updated 11/28/2005 7:10:52 PM ET 2005-11-29T00:10:52

As a Justice Department lawyer, Samuel Alito quarreled with the head of the government ethics office over proposed requirements on personal financial disclosures, according to documents released Monday.

Alito’s 1987 letter was issued around the time the ethics office said his boss, Attorney General Edwin Meese III, had violated financial disclosure requirements over a $60,000 investment with a businessman who was tied to Wedtech, a Bronx, N.Y., defense contractor that was caught up in a wide-ranging federal investigation.

There was no suggestion that Alito, now nominated to be a Supreme Court justice, was aware of the ethics office’s issues with Meese’s disclosure.

Alito’s letter to David H. Martin, director of the Office of Government Ethics, was among 120 documents from Alito’s service as the deputy assistant attorney general in the Office of Legal Counsel from 1985 to 1987 that were released by the Justice Department in response to a Freedom of Information Act request from The Associated Press and other news organizations.

Alito became the U.S. attorney for New Jersey after leaving Justice headquarters and then was appointed to the federal bench. President Bush has nominated him to replace retiring Supreme Court Justice Sandra Day O’Connor.

Some material withheld
Some of the material in the newly released documents was blacked out for privacy reasons. An additional 60 documents were withheld because they contained classified information or confidential exchanges between government lawyers and their clients or for other reasons, said Paul B. Colborn, special counsel in the office where Alito worked.

In his February 1987 letter, Alito, who served as his division’s ethics officer, faulted Martin for failing to consult with the Justice Department before publishing proposed regulations on financial disclosures that upper-level government officials must submit annually.

“In this case, the need for such consultation was acute, since we made it abundantly clear to your office ... that we had serious legal objections,” Alito wrote. The proposal increased the number of federal employees who would have to disclose their finances.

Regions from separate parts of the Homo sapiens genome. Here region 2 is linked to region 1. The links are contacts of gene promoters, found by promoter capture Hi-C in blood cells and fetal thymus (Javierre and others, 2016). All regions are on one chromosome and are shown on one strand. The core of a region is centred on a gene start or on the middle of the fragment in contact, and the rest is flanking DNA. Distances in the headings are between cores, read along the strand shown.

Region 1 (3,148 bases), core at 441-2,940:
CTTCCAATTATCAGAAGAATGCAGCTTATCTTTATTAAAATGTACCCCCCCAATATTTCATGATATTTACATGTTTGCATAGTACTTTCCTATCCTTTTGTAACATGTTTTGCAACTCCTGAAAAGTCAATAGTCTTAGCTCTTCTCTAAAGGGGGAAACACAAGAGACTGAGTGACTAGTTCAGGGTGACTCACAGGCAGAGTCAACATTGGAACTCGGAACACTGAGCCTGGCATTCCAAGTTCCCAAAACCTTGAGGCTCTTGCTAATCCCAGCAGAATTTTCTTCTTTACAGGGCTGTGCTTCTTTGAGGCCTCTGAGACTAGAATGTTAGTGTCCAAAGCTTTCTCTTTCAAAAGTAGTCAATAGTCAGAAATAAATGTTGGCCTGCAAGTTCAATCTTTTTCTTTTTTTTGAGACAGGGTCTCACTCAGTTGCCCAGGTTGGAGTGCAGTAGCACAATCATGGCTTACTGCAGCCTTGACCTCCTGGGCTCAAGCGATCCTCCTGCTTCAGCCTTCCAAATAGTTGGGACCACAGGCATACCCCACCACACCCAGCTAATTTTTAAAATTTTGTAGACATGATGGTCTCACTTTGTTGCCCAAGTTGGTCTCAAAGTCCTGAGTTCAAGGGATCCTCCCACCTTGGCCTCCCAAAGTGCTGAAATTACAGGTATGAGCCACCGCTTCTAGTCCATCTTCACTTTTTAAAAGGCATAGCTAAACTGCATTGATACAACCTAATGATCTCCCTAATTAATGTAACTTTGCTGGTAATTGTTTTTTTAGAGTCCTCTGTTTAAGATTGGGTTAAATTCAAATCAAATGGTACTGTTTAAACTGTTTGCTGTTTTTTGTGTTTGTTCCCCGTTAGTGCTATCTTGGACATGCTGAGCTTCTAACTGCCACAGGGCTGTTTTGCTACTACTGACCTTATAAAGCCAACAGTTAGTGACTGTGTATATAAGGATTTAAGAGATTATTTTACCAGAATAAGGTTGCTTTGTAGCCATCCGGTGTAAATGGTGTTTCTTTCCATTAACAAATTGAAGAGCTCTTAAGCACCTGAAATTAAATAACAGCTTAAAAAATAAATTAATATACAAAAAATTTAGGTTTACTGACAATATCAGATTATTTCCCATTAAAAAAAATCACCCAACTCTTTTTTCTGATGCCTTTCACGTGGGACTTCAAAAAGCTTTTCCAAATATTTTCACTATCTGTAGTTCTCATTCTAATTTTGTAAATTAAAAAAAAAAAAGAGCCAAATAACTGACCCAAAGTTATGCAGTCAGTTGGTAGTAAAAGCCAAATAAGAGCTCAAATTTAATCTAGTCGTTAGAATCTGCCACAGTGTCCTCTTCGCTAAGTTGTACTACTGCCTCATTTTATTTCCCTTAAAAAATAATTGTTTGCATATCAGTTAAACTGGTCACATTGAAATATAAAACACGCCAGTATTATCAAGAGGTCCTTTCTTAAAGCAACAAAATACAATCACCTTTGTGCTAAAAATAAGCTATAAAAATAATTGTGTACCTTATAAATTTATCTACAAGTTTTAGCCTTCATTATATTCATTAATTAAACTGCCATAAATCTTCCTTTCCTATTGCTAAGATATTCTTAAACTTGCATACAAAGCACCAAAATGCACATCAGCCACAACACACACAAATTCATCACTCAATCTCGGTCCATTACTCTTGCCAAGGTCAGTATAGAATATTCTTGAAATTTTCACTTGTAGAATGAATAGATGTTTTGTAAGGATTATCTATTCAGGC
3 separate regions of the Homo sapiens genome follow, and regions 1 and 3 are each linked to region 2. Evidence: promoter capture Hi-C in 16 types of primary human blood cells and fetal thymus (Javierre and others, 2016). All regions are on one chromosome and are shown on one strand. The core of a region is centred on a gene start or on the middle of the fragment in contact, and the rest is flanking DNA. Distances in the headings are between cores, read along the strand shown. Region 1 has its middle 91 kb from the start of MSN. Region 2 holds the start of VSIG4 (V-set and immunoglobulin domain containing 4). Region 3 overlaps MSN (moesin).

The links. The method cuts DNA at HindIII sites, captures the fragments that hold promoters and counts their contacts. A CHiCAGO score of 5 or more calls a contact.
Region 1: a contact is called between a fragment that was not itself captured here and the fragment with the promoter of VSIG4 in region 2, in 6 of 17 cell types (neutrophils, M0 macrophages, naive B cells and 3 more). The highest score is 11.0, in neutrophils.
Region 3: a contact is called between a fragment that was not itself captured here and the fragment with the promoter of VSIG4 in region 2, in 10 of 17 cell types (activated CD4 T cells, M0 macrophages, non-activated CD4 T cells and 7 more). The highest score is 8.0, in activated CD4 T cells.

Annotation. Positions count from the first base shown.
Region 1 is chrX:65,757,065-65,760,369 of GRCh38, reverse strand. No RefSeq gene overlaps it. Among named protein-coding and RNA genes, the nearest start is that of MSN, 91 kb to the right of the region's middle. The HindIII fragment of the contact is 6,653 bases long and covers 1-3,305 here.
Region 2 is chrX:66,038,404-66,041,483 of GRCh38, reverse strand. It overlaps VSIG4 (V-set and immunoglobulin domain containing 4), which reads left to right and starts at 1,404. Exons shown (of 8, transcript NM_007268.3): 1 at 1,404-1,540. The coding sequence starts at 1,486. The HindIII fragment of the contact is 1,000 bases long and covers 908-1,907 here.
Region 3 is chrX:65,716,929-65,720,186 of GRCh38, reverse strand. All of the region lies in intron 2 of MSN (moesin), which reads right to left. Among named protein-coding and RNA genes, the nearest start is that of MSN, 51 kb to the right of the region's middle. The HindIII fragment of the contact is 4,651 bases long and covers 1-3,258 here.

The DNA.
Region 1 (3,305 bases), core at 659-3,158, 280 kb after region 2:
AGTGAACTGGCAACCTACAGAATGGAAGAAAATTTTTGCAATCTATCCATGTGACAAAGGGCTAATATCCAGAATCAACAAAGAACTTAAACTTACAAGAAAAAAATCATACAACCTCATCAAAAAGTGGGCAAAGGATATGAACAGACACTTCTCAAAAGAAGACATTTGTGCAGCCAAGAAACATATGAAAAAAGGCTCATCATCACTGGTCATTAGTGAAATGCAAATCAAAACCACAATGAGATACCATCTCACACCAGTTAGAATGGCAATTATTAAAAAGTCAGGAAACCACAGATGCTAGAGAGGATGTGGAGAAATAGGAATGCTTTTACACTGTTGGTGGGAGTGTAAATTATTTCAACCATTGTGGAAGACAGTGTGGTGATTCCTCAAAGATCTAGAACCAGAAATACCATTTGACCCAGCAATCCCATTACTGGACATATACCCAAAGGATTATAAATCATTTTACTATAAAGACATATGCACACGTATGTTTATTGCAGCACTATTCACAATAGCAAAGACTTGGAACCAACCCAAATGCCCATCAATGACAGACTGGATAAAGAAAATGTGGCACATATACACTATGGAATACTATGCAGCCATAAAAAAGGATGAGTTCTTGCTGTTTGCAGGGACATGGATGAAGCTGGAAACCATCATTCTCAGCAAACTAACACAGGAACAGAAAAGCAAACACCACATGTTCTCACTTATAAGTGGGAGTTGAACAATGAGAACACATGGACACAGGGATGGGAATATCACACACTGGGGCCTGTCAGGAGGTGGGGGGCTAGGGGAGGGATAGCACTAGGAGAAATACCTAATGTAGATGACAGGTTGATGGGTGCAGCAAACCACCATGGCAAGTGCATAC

In the same period, the office was reviewing Meese’s own report for 1985, which obscured how W. Franklyn Chinn invested the $60,000 Meese gave him, the ethics office said. Chinn, Meese’s former financial adviser, later was convicted in the Wedtech scandal. Meese never faced criminal charges.

A lawyer who deferred to government actions
The documents generally paint a picture of Alito as a lawyer who gives great deference to governmental actions.

A September 1986 memo to the FBI, for instance, recommends that the bureau ignore a federal court decision restricting Education Department jobs that should require full background investigations for prospective hires. “The district court’s opinion ... is subject to two interpretations, neither of which has a sound legal basis,” Alito wrote of a ruling by U.S. District Judge Louis Oberdorfer.

A January 1986 letter to then-FBI Director William Webster concludes that the bureau may add to its files fingerprints, supplied by the Royal Canadian Mounted Police, of Afghan and Iranian refugees without raising privacy concerns.

In another memo, dated January 1987, Alito raised concerns about a ban on capital punishment and other child welfare provisions that were part of a proposed international treaty on children’s’ rights, noting that states, not the federal government, regulate those areas.

“We therefore question whether the United States should agree to this provision,” Alito wrote about the ban on juvenile executions.

In March, the Supreme Court ruled 5-4 that executing juveniles is unconstitutional.

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